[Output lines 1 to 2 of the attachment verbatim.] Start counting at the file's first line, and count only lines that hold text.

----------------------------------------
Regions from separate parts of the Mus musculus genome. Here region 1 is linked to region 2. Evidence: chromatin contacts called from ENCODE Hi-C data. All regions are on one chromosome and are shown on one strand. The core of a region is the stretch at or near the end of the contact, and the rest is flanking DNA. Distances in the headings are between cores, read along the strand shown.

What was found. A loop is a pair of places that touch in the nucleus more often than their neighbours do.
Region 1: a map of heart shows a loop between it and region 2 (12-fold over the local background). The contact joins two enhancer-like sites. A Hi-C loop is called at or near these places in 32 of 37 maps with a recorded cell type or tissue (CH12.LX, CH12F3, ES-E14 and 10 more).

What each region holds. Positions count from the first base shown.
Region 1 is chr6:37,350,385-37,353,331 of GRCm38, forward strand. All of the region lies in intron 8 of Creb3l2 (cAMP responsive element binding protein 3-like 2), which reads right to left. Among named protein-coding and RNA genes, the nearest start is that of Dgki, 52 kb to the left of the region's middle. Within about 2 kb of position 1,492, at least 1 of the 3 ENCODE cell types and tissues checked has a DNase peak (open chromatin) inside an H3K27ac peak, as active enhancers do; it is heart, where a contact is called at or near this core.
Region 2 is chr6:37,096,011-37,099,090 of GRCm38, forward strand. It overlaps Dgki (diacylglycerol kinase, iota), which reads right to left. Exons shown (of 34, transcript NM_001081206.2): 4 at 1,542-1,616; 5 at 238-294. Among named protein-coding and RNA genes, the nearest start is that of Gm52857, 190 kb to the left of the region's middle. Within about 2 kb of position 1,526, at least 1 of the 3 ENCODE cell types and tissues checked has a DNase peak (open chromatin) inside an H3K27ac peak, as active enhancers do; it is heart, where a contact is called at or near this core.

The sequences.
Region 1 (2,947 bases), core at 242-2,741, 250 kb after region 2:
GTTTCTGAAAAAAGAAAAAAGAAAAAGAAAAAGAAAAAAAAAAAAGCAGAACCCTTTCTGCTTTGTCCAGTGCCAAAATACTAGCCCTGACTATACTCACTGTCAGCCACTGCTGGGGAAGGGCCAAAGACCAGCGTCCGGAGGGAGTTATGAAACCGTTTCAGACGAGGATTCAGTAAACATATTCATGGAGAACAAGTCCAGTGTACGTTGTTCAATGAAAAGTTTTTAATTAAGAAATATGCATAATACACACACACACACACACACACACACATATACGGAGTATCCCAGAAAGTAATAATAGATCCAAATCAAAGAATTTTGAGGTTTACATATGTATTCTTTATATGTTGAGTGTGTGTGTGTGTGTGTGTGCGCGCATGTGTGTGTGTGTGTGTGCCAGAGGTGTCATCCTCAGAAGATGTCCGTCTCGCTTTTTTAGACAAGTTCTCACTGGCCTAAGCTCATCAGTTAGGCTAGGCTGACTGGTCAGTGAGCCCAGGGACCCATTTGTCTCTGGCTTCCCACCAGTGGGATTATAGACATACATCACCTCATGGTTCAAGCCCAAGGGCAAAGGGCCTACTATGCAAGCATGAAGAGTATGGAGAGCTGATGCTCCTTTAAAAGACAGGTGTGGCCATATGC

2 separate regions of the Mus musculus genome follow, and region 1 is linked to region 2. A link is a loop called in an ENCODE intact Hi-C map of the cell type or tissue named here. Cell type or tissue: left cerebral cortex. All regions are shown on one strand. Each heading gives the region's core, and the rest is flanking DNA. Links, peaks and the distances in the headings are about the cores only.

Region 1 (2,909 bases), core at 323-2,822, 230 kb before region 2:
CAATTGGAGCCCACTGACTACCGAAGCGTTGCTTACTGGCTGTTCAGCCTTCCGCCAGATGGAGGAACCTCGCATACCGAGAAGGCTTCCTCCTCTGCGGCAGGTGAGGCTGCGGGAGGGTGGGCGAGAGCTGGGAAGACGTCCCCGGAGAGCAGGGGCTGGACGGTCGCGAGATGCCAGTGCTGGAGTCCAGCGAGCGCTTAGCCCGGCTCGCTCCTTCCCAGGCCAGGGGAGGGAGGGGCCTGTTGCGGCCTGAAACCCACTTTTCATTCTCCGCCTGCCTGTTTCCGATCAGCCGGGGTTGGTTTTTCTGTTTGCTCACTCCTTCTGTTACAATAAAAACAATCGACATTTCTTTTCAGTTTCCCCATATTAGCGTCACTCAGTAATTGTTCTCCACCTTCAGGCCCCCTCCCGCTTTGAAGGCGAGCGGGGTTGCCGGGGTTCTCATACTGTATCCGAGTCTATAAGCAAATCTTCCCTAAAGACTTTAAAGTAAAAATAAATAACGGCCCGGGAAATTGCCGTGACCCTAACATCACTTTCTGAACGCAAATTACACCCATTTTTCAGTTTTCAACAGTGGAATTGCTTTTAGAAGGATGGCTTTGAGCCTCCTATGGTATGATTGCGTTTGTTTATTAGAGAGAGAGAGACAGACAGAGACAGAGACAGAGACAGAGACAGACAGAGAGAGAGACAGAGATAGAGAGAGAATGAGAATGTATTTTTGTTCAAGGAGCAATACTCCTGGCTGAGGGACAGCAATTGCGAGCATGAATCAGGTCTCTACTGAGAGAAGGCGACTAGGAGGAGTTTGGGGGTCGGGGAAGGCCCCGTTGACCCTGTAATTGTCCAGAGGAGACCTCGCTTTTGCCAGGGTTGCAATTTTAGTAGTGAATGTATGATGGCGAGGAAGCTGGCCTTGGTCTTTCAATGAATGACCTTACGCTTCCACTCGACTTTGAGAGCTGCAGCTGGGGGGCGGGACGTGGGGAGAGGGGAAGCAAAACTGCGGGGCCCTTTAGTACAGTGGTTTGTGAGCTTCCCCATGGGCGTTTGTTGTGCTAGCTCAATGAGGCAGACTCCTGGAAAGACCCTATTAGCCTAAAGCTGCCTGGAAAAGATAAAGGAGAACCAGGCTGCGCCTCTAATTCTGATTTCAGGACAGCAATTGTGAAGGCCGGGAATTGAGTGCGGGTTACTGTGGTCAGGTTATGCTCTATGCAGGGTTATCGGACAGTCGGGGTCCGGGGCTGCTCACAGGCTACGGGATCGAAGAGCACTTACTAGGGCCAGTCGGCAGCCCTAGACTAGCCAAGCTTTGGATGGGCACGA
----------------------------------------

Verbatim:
Regions from separate parts of the Mus musculus genome. Here region 1 is linked to region 2. Evidence: chromatin contacts called from ENCODE Hi-C data. All regions are on one chromosome and are shown on one strand. The core of a region is the stretch at or near the end of the contact, and the rest is flanking DNA. Distances in the headings are between cores, read along the strand shown.

What was found. A loop is a pair of places that touch in the nucleus more often than their neighbours do.